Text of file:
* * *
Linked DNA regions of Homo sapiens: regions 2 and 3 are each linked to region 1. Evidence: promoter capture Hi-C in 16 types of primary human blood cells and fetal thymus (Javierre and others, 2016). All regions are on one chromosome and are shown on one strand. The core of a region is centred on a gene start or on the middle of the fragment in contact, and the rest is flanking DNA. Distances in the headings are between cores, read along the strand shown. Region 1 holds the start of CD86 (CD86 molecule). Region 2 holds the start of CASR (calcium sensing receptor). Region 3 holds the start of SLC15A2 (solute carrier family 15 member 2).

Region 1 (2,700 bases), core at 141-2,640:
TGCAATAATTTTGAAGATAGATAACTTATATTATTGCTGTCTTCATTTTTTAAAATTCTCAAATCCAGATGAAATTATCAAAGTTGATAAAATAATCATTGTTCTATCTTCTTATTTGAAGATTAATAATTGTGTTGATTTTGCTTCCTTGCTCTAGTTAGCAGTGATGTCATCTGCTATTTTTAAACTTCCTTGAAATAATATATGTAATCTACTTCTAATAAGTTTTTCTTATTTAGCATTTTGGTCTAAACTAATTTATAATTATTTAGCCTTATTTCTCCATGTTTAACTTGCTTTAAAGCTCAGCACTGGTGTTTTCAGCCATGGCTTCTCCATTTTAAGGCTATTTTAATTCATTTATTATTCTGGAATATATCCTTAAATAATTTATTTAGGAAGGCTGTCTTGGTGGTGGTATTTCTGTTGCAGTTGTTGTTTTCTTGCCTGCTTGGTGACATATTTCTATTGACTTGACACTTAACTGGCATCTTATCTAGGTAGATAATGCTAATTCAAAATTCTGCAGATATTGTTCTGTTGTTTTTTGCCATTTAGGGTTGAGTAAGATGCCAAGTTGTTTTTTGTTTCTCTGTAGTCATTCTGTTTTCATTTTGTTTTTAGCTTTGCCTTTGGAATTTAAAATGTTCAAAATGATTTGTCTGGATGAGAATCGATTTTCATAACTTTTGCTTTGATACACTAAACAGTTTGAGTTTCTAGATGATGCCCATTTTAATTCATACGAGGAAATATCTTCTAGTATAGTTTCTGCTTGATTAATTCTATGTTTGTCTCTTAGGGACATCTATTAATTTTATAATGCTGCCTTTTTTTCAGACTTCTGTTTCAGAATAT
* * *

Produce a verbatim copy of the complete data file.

Linked DNA regions of Homo sapiens: regions 2 and 3 are each linked to region 1. Evidence: promoter capture Hi-C in 16 types of primary human blood cells and fetal thymus (Javierre and others, 2016). All regions are on one chromosome and are shown on one strand. The core of a region is centred on a gene start or on the middle of the fragment in contact, and the rest is flanking DNA. Distances in the headings are between cores, read along the strand shown. Region 1 holds the start of CD86 (CD86 molecule). Region 2 holds the start of CASR (calcium sensing receptor). Region 3 holds the start of SLC15A2 (solute carrier family 15 member 2).

Region 1 (2,700 bases), core at 141-2,640:
TGCAATAATTTTGAAGATAGATAACTTATATTATTGCTGTCTTCATTTTTTAAAATTCTCAAATCCAGATGAAATTATCAAAGTTGATAAAATAATCATTGTTCTATCTTCTTATTTGAAGATTAATAATTGTGTTGATTTTGCTTCCTTGCTCTAGTTAGCAGTGATGTCATCTGCTATTTTTAAACTTCCTTGAAATAATATATGTAATCTACTTCTAATAAGTTTTTCTTATTTAGCATTTTGGTCTAAACTAATTTATAATTATTTAGCCTTATTTCTCCATGTTTAACTTGCTTTAAAGCTCAGCACTGGTGTTTTCAGCCATGGCTTCTCCATTTTAAGGCTATTTTAATTCATTTATTATTCTGGAATATATCCTTAAATAATTTATTTAGGAAGGCTGTCTTGGTGGTGGTATTTCTGTTGCAGTTGTTGTTTTCTTGCCTGCTTGGTGACATATTTCTATTGACTTGACACTTAACTGGCATCTTATCTAGGTAGATAATGCTAATTCAAAATTCTGCAGATATTGTTCTGTTGTTTTTTGCCATTTAGGGTTGAGTAAGATGCCAAGTTGTTTTTTGTTTCTCTGTAGTCATTCTGTTTTCATTTTGTTTTTAGCTTTGCCTTTGGAATTTAAAATGTTCAAAATGATTTGTCTGGATGAGAATCGATTTTCATAACTTTTGCTTTGATACACTAAACAGTTTGAGTTTCTAGATGATGCCCATTTTAATTCATACGAGGAAATATCTTCTAGTATAGTTTCTGCTTGATTAATTCTATGTTTGTCTCTTAGGGACATCTATTAATTTTATAATGCTGCCTTTTTTTCAGACTTCTGTTTCAGAATAT